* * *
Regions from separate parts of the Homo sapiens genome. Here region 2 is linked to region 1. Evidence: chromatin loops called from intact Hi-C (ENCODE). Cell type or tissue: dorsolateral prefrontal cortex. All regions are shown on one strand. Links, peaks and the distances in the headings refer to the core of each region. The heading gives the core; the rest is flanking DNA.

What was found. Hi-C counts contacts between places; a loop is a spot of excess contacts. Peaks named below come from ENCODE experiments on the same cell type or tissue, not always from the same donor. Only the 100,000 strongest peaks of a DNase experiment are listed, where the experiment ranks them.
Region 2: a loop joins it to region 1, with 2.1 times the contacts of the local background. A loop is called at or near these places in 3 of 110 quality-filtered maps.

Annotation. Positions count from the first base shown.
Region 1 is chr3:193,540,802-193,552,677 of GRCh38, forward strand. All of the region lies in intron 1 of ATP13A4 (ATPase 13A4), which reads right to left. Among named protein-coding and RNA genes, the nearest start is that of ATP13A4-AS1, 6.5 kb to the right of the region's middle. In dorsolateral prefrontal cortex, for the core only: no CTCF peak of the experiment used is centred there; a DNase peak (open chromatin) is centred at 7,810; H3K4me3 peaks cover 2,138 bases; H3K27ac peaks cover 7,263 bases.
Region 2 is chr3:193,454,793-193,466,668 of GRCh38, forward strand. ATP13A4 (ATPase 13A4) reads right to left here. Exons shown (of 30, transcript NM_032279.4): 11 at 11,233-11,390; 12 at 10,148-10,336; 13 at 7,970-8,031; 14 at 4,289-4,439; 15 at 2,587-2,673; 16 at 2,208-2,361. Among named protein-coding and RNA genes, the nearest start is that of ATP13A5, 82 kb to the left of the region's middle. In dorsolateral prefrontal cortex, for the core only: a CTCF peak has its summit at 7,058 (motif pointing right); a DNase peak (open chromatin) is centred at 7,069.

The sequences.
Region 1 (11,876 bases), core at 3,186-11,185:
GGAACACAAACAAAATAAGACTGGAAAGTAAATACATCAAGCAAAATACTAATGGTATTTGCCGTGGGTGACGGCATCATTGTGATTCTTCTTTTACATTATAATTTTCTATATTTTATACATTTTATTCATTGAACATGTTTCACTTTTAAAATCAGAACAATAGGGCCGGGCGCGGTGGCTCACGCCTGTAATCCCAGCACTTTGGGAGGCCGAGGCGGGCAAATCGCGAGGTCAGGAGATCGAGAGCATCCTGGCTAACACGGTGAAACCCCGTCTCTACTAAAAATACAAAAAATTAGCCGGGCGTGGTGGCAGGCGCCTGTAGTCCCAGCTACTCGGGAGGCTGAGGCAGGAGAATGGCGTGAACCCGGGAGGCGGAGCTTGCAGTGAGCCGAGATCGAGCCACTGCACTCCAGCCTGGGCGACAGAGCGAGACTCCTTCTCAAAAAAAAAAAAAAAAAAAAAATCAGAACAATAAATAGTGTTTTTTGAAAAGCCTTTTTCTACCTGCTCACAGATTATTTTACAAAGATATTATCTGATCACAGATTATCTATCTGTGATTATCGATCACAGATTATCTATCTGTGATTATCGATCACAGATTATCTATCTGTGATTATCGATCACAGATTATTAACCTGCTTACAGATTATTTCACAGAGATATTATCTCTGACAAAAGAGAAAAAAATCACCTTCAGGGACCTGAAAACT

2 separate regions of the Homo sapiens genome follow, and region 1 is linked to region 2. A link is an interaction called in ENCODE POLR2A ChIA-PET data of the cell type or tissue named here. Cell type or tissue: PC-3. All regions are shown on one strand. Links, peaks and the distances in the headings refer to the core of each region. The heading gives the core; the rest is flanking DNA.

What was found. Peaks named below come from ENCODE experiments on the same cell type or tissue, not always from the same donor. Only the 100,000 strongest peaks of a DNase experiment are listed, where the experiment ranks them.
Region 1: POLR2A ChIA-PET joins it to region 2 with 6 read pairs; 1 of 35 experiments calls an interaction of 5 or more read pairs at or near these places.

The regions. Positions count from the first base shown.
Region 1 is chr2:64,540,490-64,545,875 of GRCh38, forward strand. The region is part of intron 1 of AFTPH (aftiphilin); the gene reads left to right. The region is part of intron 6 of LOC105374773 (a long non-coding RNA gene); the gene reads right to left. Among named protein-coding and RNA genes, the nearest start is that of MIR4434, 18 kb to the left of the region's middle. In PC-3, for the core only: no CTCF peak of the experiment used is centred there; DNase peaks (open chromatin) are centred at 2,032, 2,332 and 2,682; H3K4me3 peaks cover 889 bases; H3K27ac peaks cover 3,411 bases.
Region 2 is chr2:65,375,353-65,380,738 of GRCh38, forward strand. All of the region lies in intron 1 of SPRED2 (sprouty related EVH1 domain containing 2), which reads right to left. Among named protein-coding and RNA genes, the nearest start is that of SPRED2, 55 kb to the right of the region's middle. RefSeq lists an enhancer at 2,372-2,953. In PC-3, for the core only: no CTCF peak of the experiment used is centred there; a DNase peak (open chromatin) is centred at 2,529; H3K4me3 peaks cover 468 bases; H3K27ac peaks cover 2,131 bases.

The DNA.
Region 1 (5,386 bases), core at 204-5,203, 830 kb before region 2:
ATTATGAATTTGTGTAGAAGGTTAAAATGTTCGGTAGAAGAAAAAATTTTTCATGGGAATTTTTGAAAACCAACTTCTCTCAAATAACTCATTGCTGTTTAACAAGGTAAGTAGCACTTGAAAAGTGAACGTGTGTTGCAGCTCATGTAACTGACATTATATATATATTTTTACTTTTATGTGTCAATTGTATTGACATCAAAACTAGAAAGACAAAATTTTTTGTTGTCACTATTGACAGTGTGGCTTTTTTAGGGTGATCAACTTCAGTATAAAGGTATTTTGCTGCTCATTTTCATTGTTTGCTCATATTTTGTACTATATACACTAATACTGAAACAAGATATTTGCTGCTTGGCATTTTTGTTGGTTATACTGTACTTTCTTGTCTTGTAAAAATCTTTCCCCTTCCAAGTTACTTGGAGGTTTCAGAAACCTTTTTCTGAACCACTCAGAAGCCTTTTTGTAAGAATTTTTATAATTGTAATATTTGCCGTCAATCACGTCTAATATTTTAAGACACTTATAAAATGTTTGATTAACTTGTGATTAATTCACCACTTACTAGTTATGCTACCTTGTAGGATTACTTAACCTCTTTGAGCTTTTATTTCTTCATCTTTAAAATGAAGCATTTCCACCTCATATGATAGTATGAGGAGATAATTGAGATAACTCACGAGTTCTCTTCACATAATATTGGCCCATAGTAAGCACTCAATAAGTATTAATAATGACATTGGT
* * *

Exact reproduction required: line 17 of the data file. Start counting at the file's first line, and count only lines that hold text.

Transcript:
Region 1 (5,386 bases), core at 204-5,203, 830 kb before region 2: